Prague, 10 December 2001 (RFE/RL) -- Anti-Taliban forces have reportedly launched a three-pronged attack in the mountains of eastern Afghanistan in an effort to root out suspected terrorist Osama bin Laden and fighters loyal to the Al-Qaeda terrorist network.
Anti-Taliban forces are working their way up mountain trails in small groups as tanks pound the positions of bin Laden's fighters, AP reports today. Agencies say anti-Taliban forces are meeting fierce resistance from fighters loyal to bin Laden.
Commanders believe that more than 1,000 Al-Qaeda fighters are based in the valleys and surrounding ridges in the White Mountains, near the Tora Bora cave complex.
AP says U.S. warplanes, including Air Force B-52 bombers and Navy F-14 and F-18 fighters, have eased their bombardment of the area after carrying out near nonstop bombing raids in recent days.
Other agencies report the bombing raids are continuing.
Hafta Gul, a senior officer in the anti-Taliban militia, said the U.S. planes had temporarily ceased bombing to avoid hitting anti-Taliban fighters on the ground.
The focus of the two-month-old, U.S.-led military effort in Afghanistan has turned to caves to the north and east of Jalalabad, where bin Laden and his fighters have set up elaborate underground bases.
General Richard Myers, the chairman of the U.S. Joint Chiefs of Staff, told reporters yesterday in Washington the U.S. firmly believes bin Laden is hiding in Tora Bora: "We think we know, in general, where bin Laden and some of his senior leadership are hiding. We think that's in this so-called Tora Bora area, and that's why we're focusing so hard on that area right now."
But it's not known for certain if bin Laden is still in Tora Bora.
News agencies say the suspected terror mastermind was sighted in the region as recently as 7 December. But other reports say bin Laden may have moved to even remoter areas to the north and east. Other reports speculate he may even have slipped over the border to Pakistan.
Bin Laden is suspected of planning the 11 September terrorist attacks on New York and Washington that leveled the two World Trade Center towers and killed more than 3,000 people.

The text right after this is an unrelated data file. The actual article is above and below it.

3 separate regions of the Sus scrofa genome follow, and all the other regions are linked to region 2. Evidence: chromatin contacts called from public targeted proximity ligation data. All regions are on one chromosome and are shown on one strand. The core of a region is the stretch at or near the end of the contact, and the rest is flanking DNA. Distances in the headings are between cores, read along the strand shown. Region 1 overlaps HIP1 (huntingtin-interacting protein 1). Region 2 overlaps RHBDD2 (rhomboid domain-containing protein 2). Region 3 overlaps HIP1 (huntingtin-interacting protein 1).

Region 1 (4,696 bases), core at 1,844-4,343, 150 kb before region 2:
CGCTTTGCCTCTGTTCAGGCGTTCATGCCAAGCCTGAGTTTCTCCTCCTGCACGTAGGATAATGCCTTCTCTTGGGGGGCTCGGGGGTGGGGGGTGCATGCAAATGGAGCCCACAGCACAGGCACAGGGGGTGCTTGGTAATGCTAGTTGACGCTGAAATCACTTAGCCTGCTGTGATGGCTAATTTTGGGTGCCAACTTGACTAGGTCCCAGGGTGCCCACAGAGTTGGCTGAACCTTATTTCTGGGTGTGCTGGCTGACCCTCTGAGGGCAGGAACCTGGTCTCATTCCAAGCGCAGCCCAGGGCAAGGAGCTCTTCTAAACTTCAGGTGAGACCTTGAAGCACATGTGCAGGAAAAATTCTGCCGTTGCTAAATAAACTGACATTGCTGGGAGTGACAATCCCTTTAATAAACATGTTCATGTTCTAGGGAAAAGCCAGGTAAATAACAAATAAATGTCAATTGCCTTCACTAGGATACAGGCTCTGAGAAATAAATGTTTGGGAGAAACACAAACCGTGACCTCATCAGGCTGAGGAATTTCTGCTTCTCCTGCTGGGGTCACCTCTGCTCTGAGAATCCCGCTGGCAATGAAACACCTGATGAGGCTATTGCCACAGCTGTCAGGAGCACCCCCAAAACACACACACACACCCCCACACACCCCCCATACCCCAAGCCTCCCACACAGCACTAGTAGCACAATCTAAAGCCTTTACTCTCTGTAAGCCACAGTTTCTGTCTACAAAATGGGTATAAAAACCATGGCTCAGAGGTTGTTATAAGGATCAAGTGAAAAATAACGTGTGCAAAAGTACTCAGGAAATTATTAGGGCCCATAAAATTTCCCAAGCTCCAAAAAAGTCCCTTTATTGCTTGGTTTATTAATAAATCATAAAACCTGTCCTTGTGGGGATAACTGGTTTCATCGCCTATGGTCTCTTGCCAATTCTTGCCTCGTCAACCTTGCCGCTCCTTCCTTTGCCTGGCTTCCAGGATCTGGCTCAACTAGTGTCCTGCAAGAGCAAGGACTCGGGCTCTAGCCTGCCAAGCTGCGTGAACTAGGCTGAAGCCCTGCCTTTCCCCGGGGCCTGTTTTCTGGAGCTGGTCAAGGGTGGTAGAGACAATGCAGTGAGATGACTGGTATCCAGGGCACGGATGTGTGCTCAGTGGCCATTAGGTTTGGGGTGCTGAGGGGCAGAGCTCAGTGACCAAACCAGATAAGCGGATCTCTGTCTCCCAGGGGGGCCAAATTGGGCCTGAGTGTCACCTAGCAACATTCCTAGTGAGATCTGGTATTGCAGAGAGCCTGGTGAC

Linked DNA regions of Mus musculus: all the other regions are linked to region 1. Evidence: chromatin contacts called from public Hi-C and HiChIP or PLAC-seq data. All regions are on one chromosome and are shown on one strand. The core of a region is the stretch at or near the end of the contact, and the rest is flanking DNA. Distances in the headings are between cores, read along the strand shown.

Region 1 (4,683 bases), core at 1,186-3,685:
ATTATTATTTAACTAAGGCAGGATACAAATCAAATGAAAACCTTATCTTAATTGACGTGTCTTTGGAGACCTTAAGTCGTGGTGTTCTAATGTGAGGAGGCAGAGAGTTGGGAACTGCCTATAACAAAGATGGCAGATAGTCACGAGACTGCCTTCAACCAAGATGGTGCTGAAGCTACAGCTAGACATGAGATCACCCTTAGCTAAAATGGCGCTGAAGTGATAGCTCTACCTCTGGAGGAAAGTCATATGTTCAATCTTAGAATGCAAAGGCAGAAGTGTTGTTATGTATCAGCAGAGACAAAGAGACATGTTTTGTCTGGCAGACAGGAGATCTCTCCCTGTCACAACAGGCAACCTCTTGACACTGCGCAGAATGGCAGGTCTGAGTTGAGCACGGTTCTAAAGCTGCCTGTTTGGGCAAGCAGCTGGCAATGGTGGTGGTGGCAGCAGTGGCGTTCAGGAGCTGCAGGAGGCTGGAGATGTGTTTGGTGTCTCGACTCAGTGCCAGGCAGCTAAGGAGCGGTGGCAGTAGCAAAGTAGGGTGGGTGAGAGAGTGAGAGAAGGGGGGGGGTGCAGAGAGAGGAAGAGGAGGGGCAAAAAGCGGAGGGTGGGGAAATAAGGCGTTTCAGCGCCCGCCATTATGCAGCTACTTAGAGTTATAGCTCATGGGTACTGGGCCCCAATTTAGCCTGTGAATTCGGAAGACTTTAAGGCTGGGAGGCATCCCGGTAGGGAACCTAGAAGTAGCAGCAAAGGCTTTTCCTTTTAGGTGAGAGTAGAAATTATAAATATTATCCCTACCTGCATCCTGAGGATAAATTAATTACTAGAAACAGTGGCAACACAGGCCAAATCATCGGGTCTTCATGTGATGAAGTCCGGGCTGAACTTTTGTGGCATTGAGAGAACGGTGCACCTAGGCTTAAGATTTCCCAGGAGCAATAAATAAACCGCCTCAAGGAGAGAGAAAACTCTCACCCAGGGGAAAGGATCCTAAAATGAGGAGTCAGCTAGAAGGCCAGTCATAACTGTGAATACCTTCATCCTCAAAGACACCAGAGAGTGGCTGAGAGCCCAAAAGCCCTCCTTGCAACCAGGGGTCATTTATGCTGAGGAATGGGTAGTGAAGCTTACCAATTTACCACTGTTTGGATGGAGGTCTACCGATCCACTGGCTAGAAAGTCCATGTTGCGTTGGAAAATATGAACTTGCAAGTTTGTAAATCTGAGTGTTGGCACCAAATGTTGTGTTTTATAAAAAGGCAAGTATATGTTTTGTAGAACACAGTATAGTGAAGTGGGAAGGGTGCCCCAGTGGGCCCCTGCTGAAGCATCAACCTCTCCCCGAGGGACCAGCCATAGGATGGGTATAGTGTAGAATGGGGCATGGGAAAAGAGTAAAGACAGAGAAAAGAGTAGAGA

Hamid Karzai, the designated head of the new Afghan interim government, said yesterday that his new authority will spare no effort in capturing bin Laden and turning him over to the international justice system: "I hope [Osama bin Laden] will be caught as soon as possible, together with his associates, and we will do exactly what justice requires. He is a criminal, he has killed thousands of our people, he's ruined our lives, he cut trees -- the livelihood of our people, he cut orchards, he's done horrible things. If we catch him, he will be given to international justice."
In the south of the country, the Afghan Islamic Press reports that U.S. troops have entered the former Taliban stronghold of Kandahar. The Islamabad-based news agency cites eyewitnesses as saying they saw American soldiers, wrapped in blankets, standing on the roof of the house of Taliban leader Mullah Mohammed Omar.
The agency also quotes witnesses as saying they saw a column of around 30 U.S. tanks and armored vehicles, backed by helicopters, moving toward Kandahar.
Kandahar, which served as the base of Taliban rule, fell on 7 December after Karzai and Taliban officials negotiated the city's surrender.
BBC television has aired video of the city filmed yesterday showing the situation as calm but revealing widespread destruction after weeks of U.S. bombing as well as street fighting and looting. Many stores remain closed today.
The whereabouts of Mullah Omar are still unknown. Omar disappeared on 7 December after surrendering Kandahar. He is believed to be in hiding either in Kandahar city or the surrounding province of the same name.
In the capital, Kabul, U.S. marines today occupied the U.S. Embassy, marking a return to the city following an absence of 12 years. Major Vic Harris, an army public affairs officer, said the marines had arrived from Bagram air base to secure the embassy.